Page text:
This session welcomes contributions which lead to a better understanding of the physical processes that determine wind gusts, and novel ideas/methods to improve wind gust forecasting and warnings in the future. More specifically, contributions on the following topics are welcome:
- Observations: The development of novel measurement tools for wind gusts (e.g. WindLIDARS) and suggestions for an optimized observational network in the future. Descriptions of the spatio-temporal variations of gusts.
- Explicit modelling: Small-scale model simulations (e.g. LES simulations) are a prerequisite to explicitly resolve the processes leading to wind gusts. Beside a better understanding of the physical processes they can be utilized to improve empirical approaches to approximate wind gusts more accurately.
- Wind gust forecasting and warnings: Methods to obtain guidance for wind gusts forecasts and warnings from operational weather forecasts, e.g. using historical observations by statistical postprocessing or forecast assimilation techniques. Prediction uncertainty of wind gusts.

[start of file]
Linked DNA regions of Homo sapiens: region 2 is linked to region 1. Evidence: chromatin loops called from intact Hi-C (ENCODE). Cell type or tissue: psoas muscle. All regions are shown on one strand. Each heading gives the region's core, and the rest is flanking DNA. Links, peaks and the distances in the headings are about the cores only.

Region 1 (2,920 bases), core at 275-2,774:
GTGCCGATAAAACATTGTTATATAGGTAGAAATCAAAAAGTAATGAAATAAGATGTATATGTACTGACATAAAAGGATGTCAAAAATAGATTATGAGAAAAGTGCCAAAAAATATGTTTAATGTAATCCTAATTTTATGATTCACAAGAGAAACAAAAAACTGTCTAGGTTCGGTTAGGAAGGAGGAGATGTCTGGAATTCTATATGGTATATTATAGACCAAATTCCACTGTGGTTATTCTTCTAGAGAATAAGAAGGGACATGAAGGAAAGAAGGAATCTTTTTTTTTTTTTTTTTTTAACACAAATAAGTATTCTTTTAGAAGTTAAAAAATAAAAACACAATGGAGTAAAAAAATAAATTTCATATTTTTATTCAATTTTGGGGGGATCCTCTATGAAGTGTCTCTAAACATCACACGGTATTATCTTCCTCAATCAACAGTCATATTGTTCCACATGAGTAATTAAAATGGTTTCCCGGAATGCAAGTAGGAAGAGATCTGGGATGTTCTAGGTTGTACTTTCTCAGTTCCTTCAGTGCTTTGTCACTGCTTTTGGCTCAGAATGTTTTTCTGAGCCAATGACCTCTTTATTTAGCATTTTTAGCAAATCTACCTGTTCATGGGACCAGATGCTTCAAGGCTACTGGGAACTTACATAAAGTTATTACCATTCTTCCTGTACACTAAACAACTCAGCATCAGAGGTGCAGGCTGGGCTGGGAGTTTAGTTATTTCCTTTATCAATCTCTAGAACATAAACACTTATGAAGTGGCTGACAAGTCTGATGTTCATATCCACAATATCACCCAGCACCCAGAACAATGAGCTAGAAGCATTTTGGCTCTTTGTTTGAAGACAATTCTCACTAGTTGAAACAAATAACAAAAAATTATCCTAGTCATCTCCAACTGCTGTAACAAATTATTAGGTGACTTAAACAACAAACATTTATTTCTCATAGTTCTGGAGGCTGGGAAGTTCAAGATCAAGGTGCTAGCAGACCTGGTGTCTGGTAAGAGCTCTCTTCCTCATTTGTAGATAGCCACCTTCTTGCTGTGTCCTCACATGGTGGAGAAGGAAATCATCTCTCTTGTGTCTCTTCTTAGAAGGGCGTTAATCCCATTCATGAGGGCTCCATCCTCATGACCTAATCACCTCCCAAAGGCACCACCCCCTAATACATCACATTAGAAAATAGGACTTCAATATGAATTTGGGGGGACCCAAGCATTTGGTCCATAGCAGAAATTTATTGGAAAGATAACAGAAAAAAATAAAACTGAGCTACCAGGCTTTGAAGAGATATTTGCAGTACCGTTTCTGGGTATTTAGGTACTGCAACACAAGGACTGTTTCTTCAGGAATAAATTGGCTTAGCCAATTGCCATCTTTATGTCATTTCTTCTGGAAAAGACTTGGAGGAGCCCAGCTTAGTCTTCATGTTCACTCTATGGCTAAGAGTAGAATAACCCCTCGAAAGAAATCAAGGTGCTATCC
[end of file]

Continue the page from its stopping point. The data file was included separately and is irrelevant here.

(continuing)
- Climate monitoring: Long-term data sets for wind gusts as well as techniques for spatial wind gust analysis which are necessary for climate change adaptation and mitigation strategies
- Evaluation: The high-resolution model simulations on the one side and a sparse observational network on the other side require novel ideas in the verification of wind gusts simulations and warnings.
Atmospheric measurements: Instruments, experiments, networks and long-term programs using in-situ and remote sensing techniques
Measurements are essential to provide information on the actual state of the atmosphere for nowcasting purposes, for climate monitoring, for assimilation into numerical weather prediction (NWP) systems and to improve our understanding of atmospheric processes and their role in the climate system. In particular, there is a strong need for complex observations suitable to develop, improve and validate parameterizations used in NWP and climate models and to provide ground-truth against which to compare atmospheric parameters derived from satellite data. With a new generation of high-resolution forecast models (1-3 km) used for the prediction of high-impact weather, dense observational networks focusing on measurements in the lower few kilometers of the atmosphere are required.